No one, to our knowledge, has until now made the connection between the HP semiconductor test sets and the radically better processing technology that Hitachi and others then pioneered. The incredible 'rest of the story' is that Y-HP tried for years to sell its testers to U.S. vendors, with no success; consequently, it was virtually HP's only division with radically higher sales in Japan than anywhere else in the world. Palo Alto management for years associated this with bad marketing skills at Y-HP in contrast to NIH within U.S. semiconductor firms.

Attendees at Keplers event

We each recognized many, and we "knew" more (but like a class reunion, couldn't quite put a name with a face sometimes). Art Fong -- Mr. Microwave -- was there, and we got some pictures with him; Curt Gowan, who runs the HPAA alumni group for Agilent and HP retirees said a few words; and Steve Leibson, who has a brilliant Colorado Computing website,, introduced us to the audience.

Our brief outline of the book, and some perspective on the two founders, four successor CEOs, two strategists, and two technologists, was followed by a great interactive Q & A, including the inevitable "how is the HP Way today?" or, for many, "what happened to the HP Way?".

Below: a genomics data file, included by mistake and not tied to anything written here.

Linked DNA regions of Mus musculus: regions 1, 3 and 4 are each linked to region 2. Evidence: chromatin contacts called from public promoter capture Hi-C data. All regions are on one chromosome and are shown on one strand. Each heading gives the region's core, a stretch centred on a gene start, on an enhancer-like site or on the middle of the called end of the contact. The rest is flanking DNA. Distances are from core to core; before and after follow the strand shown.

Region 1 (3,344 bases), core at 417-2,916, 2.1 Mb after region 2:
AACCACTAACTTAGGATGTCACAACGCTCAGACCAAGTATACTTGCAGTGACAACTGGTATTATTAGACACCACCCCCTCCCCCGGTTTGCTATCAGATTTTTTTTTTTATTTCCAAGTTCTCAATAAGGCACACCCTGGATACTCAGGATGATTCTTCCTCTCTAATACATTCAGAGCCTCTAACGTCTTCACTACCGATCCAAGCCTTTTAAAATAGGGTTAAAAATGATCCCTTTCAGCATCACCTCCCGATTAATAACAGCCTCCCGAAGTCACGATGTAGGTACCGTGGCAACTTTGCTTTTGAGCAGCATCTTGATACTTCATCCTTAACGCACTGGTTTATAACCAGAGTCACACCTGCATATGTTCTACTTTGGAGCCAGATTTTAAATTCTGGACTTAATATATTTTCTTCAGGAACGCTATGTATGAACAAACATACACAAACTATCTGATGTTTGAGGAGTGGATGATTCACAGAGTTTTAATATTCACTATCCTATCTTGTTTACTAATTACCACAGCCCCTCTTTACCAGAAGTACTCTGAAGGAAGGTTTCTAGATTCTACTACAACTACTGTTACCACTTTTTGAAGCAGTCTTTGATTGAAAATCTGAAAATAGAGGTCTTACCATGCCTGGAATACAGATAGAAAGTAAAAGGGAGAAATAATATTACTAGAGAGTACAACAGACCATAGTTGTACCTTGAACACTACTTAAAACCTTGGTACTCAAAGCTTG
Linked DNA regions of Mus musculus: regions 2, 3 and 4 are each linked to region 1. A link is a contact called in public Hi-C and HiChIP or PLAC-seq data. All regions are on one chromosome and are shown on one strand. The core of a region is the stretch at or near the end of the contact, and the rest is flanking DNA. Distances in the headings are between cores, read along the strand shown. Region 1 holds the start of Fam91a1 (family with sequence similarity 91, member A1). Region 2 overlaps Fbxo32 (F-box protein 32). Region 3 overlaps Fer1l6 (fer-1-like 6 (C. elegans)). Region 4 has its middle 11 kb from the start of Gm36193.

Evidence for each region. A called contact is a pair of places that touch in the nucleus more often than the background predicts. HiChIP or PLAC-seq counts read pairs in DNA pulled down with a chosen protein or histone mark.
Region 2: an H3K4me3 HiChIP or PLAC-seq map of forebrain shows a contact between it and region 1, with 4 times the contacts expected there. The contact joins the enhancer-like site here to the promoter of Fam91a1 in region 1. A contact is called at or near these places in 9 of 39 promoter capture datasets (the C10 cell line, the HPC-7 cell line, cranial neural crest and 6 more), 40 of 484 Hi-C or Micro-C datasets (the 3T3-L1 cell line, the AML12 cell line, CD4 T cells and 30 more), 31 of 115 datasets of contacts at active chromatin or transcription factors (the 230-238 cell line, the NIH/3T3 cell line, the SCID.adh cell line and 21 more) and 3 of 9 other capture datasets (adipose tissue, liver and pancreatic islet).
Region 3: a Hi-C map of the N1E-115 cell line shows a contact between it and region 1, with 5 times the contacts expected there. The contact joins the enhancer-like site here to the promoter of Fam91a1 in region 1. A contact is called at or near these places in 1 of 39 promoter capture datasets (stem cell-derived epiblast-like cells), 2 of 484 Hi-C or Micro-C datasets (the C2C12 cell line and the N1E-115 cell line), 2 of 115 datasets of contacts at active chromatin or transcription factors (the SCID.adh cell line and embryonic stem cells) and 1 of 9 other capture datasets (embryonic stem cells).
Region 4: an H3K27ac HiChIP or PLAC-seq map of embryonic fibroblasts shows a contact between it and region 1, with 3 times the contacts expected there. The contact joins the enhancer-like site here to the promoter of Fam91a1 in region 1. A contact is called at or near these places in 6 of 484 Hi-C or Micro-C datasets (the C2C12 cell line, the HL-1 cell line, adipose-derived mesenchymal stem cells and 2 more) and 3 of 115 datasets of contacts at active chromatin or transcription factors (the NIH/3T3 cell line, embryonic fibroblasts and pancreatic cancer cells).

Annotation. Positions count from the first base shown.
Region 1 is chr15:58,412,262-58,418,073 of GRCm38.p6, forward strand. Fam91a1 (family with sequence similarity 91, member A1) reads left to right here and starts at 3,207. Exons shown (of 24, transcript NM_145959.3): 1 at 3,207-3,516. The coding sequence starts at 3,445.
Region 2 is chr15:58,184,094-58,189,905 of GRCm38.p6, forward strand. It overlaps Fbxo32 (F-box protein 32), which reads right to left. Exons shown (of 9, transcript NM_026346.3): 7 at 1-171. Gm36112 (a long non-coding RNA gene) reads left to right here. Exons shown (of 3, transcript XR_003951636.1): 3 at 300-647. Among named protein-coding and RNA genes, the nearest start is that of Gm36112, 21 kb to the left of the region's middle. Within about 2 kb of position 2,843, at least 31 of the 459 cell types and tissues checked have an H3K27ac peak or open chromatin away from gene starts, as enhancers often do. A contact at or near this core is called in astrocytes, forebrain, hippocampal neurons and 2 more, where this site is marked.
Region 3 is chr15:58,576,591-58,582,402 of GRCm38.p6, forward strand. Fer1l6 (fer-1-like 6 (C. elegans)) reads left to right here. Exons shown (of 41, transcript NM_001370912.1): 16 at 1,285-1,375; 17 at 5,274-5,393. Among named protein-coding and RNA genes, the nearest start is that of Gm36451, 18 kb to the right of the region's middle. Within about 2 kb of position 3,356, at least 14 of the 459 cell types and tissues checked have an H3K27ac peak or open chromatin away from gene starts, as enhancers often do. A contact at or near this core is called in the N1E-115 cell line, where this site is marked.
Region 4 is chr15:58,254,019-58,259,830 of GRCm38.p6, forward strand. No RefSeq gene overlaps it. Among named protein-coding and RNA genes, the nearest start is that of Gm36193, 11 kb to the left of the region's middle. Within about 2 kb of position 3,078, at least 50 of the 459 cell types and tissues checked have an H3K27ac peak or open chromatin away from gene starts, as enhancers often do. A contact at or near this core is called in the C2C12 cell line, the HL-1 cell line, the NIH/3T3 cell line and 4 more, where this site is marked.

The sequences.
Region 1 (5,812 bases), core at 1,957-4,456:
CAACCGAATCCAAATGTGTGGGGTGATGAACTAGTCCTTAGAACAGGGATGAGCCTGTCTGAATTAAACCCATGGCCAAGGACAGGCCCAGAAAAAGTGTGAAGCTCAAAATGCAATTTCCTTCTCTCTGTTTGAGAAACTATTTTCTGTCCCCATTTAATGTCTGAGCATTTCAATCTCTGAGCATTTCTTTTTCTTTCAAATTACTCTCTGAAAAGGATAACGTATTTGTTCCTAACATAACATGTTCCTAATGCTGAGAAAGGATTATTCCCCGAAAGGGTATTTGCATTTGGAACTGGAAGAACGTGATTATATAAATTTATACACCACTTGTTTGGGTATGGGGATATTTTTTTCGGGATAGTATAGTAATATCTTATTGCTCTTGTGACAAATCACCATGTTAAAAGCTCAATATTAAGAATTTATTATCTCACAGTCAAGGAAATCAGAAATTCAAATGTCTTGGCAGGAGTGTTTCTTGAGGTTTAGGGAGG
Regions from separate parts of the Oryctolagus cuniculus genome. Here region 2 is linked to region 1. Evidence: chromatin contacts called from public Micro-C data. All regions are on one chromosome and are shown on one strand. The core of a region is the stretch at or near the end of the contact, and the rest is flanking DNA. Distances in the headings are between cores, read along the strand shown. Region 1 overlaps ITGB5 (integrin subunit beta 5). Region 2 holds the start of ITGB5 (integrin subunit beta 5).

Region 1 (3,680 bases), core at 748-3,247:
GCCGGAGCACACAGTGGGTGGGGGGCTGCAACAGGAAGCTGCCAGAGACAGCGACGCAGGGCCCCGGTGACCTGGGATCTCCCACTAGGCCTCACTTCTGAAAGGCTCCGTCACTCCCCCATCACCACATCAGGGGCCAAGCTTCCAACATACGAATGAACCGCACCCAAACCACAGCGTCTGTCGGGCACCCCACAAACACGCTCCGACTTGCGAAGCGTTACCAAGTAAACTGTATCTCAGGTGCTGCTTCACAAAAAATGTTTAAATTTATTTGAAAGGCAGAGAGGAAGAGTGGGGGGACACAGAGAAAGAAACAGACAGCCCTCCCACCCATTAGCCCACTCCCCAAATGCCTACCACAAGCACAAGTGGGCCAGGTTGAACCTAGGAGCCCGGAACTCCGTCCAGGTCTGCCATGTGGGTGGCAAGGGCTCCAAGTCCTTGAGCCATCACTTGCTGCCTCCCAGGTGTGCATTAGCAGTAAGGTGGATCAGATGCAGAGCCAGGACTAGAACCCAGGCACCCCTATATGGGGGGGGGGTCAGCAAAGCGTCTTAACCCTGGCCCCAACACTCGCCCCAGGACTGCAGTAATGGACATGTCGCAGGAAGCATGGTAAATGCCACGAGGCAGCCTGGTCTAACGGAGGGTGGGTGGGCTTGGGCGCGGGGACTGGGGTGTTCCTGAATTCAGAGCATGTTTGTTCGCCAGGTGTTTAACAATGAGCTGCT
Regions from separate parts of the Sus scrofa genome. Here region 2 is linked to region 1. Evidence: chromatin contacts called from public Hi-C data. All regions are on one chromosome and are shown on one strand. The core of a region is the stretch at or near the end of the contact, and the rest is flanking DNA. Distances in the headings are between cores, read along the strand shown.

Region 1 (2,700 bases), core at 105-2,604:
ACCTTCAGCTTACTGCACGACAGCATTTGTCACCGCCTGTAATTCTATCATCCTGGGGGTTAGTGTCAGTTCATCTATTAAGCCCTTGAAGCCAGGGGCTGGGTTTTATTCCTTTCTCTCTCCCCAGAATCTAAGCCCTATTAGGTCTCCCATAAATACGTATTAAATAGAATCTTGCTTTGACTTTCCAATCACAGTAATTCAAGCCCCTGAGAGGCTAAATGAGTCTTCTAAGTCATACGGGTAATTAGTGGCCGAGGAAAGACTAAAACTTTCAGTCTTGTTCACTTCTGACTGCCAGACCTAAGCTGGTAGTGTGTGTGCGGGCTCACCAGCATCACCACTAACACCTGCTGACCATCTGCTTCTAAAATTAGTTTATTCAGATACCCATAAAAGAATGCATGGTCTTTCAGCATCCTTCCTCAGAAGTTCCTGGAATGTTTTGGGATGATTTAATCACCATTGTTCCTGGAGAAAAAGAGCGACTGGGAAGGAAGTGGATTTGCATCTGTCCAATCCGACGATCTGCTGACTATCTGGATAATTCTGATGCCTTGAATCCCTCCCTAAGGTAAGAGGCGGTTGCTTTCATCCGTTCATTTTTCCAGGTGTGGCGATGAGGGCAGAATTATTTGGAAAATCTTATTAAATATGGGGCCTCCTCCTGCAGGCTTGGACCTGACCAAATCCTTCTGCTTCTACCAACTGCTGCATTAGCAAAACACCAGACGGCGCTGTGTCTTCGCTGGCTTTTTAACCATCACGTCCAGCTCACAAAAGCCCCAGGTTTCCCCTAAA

Many actually bought books, and asked us to sign 'em; quite a privilege, and I even was coached on which page you're supposed to sign your name (no, it is not the inside front cover page). But almost last in line, shy and diffident, was a slight man with a wry smile, who asked for our signature. I asked, "who for?" and he said, "I'm a relative". Turns out, he said he was a son of the shy and diffident co-founder and my alltime hero, Bill Hewlett. I tentatively stammered, "are you Jim?". And yes, he was Jim. We had never met, but he was the only scion from either founder to ever work at HP. He programmed for Roy Clay on the HP 2116 for a year and a half -- a fact that we had put into the manuscript at one point, but somehow that part didn't survive the editing process (along with many other wonderful pieces that we wished we could have kept). Again, an incredible privilege for both Ray and me to meet this man, and to realize he came to hear us.

Many others were in attendance; it'd be folly to try to list them all, but two others merit some comment -- Roland Haitz, who shared some terrific stories about the LED and components business with us, and has built a great Components timeline, but alas, we chose not to use most of that for the book (it will be featured in an evening at the Computer History Museum next year); and Srini Nageshwar, who "named" the LaserJet (even tho at the Personal Computer division) when Boise Division had the prosaic name, HP 2686. Sukumar was key to the original HP 250 saga, as well as the HP 150 Touchscreen, and many other programs.

It was a wonderful evening to realize that we barely scratched the surface of this wonderful HP legacy for so many people.